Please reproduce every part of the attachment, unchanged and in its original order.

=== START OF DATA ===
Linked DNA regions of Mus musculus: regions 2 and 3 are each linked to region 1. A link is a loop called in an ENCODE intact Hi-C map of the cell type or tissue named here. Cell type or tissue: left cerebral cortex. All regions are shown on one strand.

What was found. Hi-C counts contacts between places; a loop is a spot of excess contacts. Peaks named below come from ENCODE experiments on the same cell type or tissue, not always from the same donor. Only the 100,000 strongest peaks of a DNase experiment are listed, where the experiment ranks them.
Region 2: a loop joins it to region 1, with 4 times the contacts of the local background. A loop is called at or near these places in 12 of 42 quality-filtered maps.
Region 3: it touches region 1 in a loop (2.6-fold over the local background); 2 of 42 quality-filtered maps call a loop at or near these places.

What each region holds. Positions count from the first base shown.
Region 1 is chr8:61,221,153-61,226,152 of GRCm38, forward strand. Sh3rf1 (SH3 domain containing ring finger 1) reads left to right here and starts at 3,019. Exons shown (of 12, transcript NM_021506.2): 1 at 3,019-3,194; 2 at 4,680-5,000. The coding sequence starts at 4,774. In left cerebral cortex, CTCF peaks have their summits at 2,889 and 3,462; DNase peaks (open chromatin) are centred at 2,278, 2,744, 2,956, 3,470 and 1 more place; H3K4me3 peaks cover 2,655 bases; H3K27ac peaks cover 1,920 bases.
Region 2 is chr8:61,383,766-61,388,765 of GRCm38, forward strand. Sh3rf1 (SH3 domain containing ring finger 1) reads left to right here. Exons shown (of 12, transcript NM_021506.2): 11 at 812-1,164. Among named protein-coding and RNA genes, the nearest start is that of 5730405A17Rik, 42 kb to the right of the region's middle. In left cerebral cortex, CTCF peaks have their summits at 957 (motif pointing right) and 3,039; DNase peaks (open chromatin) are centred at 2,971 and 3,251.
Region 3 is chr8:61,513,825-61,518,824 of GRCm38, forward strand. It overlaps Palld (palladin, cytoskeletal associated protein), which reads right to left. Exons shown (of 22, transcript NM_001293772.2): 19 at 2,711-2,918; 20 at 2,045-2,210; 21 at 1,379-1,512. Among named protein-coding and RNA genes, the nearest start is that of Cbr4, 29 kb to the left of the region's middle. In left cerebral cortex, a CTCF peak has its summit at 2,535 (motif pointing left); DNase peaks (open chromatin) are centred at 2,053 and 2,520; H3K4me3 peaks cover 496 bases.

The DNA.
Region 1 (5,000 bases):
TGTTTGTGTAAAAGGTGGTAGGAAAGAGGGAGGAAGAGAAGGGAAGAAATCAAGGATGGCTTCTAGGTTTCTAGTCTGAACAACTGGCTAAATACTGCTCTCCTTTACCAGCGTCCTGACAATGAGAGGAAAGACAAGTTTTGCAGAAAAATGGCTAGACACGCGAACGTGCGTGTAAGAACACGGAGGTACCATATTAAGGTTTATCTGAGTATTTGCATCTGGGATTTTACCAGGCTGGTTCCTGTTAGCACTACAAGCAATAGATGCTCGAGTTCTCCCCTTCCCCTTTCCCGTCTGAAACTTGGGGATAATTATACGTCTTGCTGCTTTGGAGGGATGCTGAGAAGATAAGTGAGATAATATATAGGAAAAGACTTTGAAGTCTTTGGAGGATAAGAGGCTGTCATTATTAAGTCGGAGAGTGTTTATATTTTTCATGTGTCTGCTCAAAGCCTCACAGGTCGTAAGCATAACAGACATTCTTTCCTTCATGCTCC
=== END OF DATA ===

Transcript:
Linked DNA regions of Mus musculus: regions 2 and 3 are each linked to region 1. A link is a loop called in an ENCODE intact Hi-C map of the cell type or tissue named here. Cell type or tissue: left cerebral cortex. All regions are shown on one strand.

What was found. Hi-C counts contacts between places; a loop is a spot of excess contacts. Peaks named below come from ENCODE experiments on the same cell type or tissue, not always from the same donor. Only the 100,000 strongest peaks of a DNase experiment are listed, where the experiment ranks them.
Region 2: a loop joins it to region 1, with 4 times the contacts of the local background. A loop is called at or near these places in 12 of 42 quality-filtered maps.
Region 3: it touches region 1 in a loop (2.6-fold over the local background); 2 of 42 quality-filtered maps call a loop at or near these places.

What each region holds. Positions count from the first base shown.
Region 1 is chr8:61,221,153-61,226,152 of GRCm38, forward strand. Sh3rf1 (SH3 domain containing ring finger 1) reads left to right here and starts at 3,019. Exons shown (of 12, transcript NM_021506.2): 1 at 3,019-3,194; 2 at 4,680-5,000. The coding sequence starts at 4,774. In left cerebral cortex, CTCF peaks have their summits at 2,889 and 3,462; DNase peaks (open chromatin) are centred at 2,278, 2,744, 2,956, 3,470 and 1 more place; H3K4me3 peaks cover 2,655 bases; H3K27ac peaks cover 1,920 bases.
Region 2 is chr8:61,383,766-61,388,765 of GRCm38, forward strand. Sh3rf1 (SH3 domain containing ring finger 1) reads left to right here. Exons shown (of 12, transcript NM_021506.2): 11 at 812-1,164. Among named protein-coding and RNA genes, the nearest start is that of 5730405A17Rik, 42 kb to the right of the region's middle. In left cerebral cortex, CTCF peaks have their summits at 957 (motif pointing right) and 3,039; DNase peaks (open chromatin) are centred at 2,971 and 3,251.
Region 3 is chr8:61,513,825-61,518,824 of GRCm38, forward strand. It overlaps Palld (palladin, cytoskeletal associated protein), which reads right to left. Exons shown (of 22, transcript NM_001293772.2): 19 at 2,711-2,918; 20 at 2,045-2,210; 21 at 1,379-1,512. Among named protein-coding and RNA genes, the nearest start is that of Cbr4, 29 kb to the left of the region's middle. In left cerebral cortex, a CTCF peak has its summit at 2,535 (motif pointing left); DNase peaks (open chromatin) are centred at 2,053 and 2,520; H3K4me3 peaks cover 496 bases.

The DNA.
Region 1 (5,000 bases):
TGTTTGTGTAAAAGGTGGTAGGAAAGAGGGAGGAAGAGAAGGGAAGAAATCAAGGATGGCTTCTAGGTTTCTAGTCTGAACAACTGGCTAAATACTGCTCTCCTTTACCAGCGTCCTGACAATGAGAGGAAAGACAAGTTTTGCAGAAAAATGGCTAGACACGCGAACGTGCGTGTAAGAACACGGAGGTACCATATTAAGGTTTATCTGAGTATTTGCATCTGGGATTTTACCAGGCTGGTTCCTGTTAGCACTACAAGCAATAGATGCTCGAGTTCTCCCCTTCCCCTTTCCCGTCTGAAACTTGGGGATAATTATACGTCTTGCTGCTTTGGAGGGATGCTGAGAAGATAAGTGAGATAATATATAGGAAAAGACTTTGAAGTCTTTGGAGGATAAGAGGCTGTCATTATTAAGTCGGAGAGTGTTTATATTTTTCATGTGTCTGCTCAAAGCCTCACAGGTCGTAAGCATAACAGACATTCTTTCCTTCATGCTCC